The law is completely silent on the principles and procedures for macroeconomic forecasting and fiscal policy-making and their link to the annual budget;
The law envisages a relatively unconstrained and fragmented budget formulation process in which the country’s 260 individual agencies (rather than their parent ministries) are the focus of budget discussions;
The budget execution provisions of the FRA include a number of loopholes that enable the government to overspend its budget with relative impunity; and
The FRA’s fiscal reporting provisions were ahead of the standards that existed at the time and are still ahead of most countries’ reporting practices today. However, international accounting standards have moved on and the crisis has revealed the need for more comprehensive and timely information to inform fiscal decisions.
To addresses these weaknesses and reflect the lessons from international experience with budget system laws, Iceland’s new OBL should incorporate the following reforms:
Legal Construction: the institutional coverage of the OBL should be expanded to encompass the whole public sector and incorporate an integrated timetable for the entire budget process—from fiscal policymaking through to end-of-year accounting;
Macro-fiscal Policymaking: the OBL should incorporate a set of fiscal responsibility provisions that oblige each new government to articulate and adhere to a comprehensive, legally binding, and independently monitored fiscal strategy;
Budget Formulation and Approval: the OBL should promote a more disciplined and policy-oriented approach to budget decision-making by reducing the number of appropriations, adopting a top-down sequence to budget preparation and approval, and increasing ministerial responsibility for budget management;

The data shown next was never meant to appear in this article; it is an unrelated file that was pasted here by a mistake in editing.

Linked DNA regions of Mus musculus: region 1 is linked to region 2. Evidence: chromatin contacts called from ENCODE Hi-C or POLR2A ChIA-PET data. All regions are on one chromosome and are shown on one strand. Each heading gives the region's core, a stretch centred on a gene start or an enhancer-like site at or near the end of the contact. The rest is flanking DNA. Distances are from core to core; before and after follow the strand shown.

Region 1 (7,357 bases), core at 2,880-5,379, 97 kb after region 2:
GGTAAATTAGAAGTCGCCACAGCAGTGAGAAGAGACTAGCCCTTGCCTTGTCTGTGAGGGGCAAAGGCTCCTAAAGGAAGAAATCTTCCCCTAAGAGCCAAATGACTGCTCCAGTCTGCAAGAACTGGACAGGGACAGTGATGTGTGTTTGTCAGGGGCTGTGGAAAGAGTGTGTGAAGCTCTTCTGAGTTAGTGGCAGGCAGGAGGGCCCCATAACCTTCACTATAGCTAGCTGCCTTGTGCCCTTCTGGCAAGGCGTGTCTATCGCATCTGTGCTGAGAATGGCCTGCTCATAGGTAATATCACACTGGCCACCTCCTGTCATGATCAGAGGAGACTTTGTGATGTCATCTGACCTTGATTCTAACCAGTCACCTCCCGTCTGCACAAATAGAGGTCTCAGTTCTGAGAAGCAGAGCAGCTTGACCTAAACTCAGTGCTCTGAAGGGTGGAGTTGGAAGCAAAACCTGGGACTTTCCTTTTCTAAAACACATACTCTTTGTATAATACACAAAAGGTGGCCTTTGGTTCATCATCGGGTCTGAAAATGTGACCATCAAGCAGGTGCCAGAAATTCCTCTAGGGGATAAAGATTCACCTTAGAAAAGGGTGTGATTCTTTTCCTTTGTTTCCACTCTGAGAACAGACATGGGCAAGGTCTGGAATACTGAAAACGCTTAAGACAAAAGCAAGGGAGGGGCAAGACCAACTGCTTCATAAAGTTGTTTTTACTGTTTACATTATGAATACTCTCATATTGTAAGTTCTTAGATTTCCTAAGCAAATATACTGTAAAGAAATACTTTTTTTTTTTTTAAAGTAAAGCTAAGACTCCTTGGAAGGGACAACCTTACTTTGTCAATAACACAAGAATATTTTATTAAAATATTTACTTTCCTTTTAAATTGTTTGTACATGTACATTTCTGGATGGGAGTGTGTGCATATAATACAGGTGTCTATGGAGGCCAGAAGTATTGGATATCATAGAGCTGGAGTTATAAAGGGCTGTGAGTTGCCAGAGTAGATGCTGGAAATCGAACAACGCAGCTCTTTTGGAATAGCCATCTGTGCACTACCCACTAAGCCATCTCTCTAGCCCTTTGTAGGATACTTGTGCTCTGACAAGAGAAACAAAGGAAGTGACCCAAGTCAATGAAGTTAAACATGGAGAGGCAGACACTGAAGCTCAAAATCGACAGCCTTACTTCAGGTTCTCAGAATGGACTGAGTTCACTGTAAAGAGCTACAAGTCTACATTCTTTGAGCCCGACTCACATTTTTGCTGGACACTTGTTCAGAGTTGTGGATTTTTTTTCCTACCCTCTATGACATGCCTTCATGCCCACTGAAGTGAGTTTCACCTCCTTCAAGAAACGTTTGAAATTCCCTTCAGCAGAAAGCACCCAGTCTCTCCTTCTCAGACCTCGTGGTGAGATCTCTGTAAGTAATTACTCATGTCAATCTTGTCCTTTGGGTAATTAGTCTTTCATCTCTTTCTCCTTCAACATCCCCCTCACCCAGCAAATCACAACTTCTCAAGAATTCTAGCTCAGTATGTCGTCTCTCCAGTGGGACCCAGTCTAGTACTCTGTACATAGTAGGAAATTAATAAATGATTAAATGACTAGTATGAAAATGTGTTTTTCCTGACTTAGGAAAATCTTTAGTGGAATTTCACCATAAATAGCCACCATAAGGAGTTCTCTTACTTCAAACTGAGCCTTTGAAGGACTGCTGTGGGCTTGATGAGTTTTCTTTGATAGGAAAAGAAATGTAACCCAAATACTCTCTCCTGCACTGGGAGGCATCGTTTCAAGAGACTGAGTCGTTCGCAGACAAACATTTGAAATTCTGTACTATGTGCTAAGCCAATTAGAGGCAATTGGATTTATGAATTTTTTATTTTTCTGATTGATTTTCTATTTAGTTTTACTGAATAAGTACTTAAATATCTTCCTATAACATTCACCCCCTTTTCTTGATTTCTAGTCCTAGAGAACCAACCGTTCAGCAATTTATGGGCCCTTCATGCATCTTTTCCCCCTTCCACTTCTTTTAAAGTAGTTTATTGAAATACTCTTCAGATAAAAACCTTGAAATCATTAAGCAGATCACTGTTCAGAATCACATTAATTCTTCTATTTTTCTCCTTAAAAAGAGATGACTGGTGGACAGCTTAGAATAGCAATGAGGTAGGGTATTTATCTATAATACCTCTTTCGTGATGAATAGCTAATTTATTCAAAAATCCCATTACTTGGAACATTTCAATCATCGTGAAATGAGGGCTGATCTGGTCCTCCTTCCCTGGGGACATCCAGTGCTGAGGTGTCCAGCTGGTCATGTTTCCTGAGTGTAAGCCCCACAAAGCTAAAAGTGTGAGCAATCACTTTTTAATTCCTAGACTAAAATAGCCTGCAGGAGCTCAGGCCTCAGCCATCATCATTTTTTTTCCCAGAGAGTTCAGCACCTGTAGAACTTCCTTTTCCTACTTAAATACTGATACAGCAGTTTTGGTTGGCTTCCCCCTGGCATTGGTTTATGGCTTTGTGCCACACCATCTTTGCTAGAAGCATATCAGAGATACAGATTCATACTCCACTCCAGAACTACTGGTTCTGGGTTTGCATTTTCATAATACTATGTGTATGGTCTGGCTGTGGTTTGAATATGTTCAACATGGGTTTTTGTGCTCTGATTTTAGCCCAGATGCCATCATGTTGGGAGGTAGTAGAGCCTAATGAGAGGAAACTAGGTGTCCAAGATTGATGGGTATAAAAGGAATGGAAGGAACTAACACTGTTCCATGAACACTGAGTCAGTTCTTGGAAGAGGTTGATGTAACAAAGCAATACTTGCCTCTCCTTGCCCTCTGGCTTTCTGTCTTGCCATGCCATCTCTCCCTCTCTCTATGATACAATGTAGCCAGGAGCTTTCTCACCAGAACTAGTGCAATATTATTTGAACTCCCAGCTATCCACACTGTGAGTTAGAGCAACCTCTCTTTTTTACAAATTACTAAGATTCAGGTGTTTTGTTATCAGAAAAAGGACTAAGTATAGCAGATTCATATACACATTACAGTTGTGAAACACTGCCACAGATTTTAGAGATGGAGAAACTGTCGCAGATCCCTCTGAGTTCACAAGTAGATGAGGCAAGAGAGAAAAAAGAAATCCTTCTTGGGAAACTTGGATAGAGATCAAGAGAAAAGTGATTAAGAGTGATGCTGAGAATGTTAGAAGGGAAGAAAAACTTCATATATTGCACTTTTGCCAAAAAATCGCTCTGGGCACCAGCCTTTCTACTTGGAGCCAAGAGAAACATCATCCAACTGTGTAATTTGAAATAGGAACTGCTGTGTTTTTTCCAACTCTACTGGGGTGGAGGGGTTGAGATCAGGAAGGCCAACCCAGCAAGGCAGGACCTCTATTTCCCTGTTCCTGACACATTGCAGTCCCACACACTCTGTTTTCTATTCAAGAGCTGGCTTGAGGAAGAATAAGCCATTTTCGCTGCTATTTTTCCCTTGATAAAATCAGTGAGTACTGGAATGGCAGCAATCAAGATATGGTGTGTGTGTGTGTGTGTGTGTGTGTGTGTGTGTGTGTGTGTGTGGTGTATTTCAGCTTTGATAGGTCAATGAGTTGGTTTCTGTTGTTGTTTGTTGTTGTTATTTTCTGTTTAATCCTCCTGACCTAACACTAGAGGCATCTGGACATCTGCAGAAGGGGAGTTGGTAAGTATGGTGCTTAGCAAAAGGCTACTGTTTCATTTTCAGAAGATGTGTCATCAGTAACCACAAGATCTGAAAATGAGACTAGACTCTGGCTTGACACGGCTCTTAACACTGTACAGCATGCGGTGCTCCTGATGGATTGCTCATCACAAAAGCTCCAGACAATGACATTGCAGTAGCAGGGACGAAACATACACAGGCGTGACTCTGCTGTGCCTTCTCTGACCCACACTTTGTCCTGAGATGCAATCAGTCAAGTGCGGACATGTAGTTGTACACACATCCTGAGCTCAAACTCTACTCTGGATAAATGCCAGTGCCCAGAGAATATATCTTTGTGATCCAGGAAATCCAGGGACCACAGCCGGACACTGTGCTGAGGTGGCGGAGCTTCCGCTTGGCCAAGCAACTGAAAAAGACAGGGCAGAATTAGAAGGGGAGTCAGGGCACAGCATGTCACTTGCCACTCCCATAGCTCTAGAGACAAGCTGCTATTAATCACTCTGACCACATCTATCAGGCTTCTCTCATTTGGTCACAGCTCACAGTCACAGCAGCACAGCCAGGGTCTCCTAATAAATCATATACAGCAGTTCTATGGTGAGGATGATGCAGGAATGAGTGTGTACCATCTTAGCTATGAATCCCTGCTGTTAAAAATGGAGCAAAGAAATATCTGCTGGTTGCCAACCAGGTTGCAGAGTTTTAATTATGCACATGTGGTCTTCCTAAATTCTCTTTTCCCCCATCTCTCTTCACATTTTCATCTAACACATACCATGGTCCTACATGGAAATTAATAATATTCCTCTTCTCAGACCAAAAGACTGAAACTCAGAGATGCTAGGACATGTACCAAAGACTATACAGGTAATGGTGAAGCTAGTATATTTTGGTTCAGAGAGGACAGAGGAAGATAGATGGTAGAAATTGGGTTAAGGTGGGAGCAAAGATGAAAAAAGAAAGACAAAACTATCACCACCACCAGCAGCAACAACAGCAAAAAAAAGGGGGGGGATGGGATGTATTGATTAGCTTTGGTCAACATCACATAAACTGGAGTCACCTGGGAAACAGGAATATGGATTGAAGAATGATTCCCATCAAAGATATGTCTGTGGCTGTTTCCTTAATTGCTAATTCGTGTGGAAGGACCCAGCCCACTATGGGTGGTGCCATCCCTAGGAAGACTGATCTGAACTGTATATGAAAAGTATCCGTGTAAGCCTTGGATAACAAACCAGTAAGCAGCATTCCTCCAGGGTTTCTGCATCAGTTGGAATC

Budget Execution and Treasury Management: the OBL should ensure the annual budget is respected during implementation by tightening the rules around ministries’ rights to retain revenues and carryover past underspends, requiring parliamentary approval of a Supplementary Budget before an appropriation can be exceeded, and establishing a more credible array of sanctions for unauthorized overspending; and
Fiscal Reporting: the OBL should ensure the government is held to account for its fiscal performance by requiring the submission of more comprehensive and timely financial reports that are prepared according to international accounting standards.
The mission’s specific findings and recommendations in the above areas are summarized in the rest of this section and discussed in detail in the body of this report. A complete list of recommendations is provided in Appendix 1.
This technical assistance report on Iceland was prepared by a staff team of the International Monetary Fund as background documentation for the periodic consultation with the member country. It is based on the information available at the time it was completed in January 2012. The views expressed in this document are those of the staff team and do not necessarily reflect the views of the government of Iceland or the Executive Board of the IMF.
Published: January 12, 2012.Series: Country Report No. 12/4